Needs advice

I am very comfortable in Django. For the front-end I love AngularJS. I want to know whether it's okay to stick with Django or should I go for Node.js.

5 upvotes·171.1K views
Replies (5)
Founder at AlterEstate·

I've been using Django for quite a long time and in my opinion I would never switch from it. My company is currently using Django with REST framework and a part in GraphQL using Graphene. On the frontend we use Next.js and so far everything has been running quite good. I've found limitations but manage to solve it.

As someone mentioned before, if you are comfortable with Django, don't switch. There's no need since with django you can basically achieve anything. Of course this will depend on the project you want to build, but the scalability and flexibility django can offer it's just out of this world. (Don't want to sound like a fan boy haha but it really is).

5 upvotes·8.2K views
Director at Drag & Drop Solutions·

It's been ages since I last used Django, but if you're proficient with it, I'd suggest you stick to it in order to deliver results quickly and on time. On the other hand, if time is not an issue, I'd recommend you start learning Node.js with express.js or loopback.js.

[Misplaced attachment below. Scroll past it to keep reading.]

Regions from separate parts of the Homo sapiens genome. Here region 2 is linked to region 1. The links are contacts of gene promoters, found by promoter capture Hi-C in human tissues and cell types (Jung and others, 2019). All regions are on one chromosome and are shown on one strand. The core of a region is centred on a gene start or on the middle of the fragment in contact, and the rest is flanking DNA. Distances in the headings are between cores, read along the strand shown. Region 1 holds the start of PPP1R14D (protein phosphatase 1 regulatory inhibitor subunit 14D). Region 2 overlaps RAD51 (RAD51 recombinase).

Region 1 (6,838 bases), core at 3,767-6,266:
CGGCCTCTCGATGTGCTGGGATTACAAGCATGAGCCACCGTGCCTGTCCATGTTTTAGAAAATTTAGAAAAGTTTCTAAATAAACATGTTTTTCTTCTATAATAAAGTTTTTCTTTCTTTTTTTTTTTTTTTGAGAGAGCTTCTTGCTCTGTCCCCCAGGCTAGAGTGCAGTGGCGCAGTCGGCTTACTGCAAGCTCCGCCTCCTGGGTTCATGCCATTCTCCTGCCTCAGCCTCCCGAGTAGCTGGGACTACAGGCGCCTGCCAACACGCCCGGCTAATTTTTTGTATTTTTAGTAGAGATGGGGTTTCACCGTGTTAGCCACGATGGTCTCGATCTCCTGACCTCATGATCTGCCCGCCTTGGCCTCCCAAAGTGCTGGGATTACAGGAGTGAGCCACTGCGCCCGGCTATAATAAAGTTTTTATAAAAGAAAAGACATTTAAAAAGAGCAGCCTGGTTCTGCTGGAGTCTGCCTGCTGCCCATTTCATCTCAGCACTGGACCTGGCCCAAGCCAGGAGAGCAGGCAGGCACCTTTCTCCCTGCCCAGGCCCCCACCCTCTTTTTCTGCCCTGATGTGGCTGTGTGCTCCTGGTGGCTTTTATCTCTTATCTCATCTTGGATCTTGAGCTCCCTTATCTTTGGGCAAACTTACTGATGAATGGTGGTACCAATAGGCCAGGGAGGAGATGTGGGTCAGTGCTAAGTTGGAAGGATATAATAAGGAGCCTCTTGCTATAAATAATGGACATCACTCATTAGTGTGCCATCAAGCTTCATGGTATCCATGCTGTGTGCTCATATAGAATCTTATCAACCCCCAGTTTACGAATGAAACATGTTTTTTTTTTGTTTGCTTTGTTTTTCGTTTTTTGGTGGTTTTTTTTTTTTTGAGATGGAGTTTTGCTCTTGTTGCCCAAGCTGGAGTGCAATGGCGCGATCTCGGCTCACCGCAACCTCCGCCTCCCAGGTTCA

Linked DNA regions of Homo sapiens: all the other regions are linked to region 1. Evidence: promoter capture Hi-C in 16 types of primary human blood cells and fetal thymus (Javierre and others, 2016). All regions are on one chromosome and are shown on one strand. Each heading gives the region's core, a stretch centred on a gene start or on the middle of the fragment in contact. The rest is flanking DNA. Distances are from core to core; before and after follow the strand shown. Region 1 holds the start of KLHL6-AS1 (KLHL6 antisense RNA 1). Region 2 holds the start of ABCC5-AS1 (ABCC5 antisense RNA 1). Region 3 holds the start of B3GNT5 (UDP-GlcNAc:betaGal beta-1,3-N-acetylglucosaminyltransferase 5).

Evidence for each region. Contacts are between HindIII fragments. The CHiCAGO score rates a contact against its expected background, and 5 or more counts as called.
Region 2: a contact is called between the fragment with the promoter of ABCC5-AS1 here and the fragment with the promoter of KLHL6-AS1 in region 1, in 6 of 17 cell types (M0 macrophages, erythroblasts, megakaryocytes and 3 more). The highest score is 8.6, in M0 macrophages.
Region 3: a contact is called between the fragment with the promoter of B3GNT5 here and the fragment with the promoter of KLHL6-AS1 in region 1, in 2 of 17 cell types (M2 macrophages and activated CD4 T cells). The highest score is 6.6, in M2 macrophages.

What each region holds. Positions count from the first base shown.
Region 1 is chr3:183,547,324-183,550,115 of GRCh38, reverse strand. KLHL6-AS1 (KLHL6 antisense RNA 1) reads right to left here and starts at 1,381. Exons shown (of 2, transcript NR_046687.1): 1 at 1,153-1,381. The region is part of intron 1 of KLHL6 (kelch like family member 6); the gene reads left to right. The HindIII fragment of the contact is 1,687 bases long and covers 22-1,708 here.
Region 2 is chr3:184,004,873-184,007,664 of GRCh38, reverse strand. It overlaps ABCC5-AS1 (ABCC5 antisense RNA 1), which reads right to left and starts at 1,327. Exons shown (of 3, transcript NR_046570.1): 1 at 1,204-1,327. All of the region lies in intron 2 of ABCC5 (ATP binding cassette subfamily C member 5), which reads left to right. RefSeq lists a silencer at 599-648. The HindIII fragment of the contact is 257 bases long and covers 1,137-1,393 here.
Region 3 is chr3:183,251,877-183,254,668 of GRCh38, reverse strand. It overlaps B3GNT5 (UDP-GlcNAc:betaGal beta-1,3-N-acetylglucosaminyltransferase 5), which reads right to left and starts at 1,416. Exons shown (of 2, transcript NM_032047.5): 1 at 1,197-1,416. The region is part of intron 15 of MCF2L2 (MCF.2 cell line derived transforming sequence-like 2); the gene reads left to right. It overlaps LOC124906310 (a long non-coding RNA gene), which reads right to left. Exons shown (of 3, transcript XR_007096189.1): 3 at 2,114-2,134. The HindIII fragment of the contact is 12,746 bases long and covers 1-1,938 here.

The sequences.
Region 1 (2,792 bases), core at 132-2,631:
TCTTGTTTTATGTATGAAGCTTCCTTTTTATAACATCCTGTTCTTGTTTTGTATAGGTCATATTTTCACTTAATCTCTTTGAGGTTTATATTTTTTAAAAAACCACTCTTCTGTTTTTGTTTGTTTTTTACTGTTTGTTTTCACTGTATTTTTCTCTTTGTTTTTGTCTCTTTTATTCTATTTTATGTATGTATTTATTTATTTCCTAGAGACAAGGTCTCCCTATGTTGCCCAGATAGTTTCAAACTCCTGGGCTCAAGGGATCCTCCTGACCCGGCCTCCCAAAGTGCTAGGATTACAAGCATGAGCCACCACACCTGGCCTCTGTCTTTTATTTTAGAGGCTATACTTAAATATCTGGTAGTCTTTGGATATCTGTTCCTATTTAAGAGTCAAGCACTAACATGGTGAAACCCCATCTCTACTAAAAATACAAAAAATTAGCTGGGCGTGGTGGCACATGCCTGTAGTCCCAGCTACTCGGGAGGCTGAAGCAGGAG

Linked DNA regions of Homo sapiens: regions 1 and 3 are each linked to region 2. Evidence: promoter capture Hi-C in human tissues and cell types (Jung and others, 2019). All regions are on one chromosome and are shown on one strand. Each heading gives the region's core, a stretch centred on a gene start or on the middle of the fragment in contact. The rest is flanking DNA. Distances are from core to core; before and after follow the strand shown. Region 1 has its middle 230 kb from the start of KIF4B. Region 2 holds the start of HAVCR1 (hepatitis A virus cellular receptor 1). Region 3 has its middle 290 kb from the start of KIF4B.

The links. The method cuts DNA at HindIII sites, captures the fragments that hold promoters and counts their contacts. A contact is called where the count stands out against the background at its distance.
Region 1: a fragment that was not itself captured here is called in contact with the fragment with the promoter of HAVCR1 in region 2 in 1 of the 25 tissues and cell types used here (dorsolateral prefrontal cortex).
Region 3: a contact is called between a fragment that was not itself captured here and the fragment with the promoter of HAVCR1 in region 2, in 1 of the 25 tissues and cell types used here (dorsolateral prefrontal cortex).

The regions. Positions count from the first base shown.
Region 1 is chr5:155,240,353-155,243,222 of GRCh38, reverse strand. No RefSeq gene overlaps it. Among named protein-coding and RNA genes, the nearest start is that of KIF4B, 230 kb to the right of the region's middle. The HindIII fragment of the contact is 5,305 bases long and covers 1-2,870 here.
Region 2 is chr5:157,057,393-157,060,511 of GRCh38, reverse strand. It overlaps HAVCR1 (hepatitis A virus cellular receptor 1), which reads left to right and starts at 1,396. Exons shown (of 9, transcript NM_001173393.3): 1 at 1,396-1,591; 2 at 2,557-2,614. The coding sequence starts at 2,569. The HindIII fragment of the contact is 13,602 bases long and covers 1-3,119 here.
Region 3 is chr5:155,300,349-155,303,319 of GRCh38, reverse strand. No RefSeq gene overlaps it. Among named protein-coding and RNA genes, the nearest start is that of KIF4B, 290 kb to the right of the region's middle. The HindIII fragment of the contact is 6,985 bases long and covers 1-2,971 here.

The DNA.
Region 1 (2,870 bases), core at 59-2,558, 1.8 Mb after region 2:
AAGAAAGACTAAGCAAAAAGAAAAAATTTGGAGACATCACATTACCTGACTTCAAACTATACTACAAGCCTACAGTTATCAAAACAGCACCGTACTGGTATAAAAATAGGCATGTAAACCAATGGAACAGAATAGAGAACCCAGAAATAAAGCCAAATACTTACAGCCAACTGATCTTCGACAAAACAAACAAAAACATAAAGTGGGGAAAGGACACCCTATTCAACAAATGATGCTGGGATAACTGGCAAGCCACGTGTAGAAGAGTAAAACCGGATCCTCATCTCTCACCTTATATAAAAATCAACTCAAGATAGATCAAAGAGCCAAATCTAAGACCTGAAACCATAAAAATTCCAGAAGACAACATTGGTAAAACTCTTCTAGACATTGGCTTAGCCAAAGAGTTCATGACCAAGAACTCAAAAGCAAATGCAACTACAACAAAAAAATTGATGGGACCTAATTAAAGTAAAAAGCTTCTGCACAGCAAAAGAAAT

I haven't found something similar to Django in terms of a built in full fledge admin and CMS but, in my opinion, since you are using JavaScript (Angular.js) on the frontend, I think you could benefit from using JavaScript in the backend.

Bottom line: Start learning Node, keep using Django till you get proficient at Node, then move to Node ;)

I haven't found anything close to the Django admin in Node.

Keep in mind that comparing Node.js with Django is not quite right. It's like comparing Python with express.js

3 upvotes·1 comment·2.8K views
David Johnson
David Johnson
March 17th 2021 at 5:38PM

I haven't used Django but have a lot of experience with python and other similar frameworks. I have been using Node.js most recently and extensively. Node.js is honestly nice. I love python, but I always hated Javascript, and the whole thing feels "sloppy." But it seems to be very fast, and I really do love the asynchronous support, and have to concede that it has served us well. It's a bit tricky to get accustomed to at first, and can really get you in knots, but when you get comfortable, it's fast. I also like that it's so widely supported so both in terms of scaling and a wide developer base. In the end you can make anything work in any framework. I've used many. Pick one and stick to it. For each framework you can find a great company that uses it.

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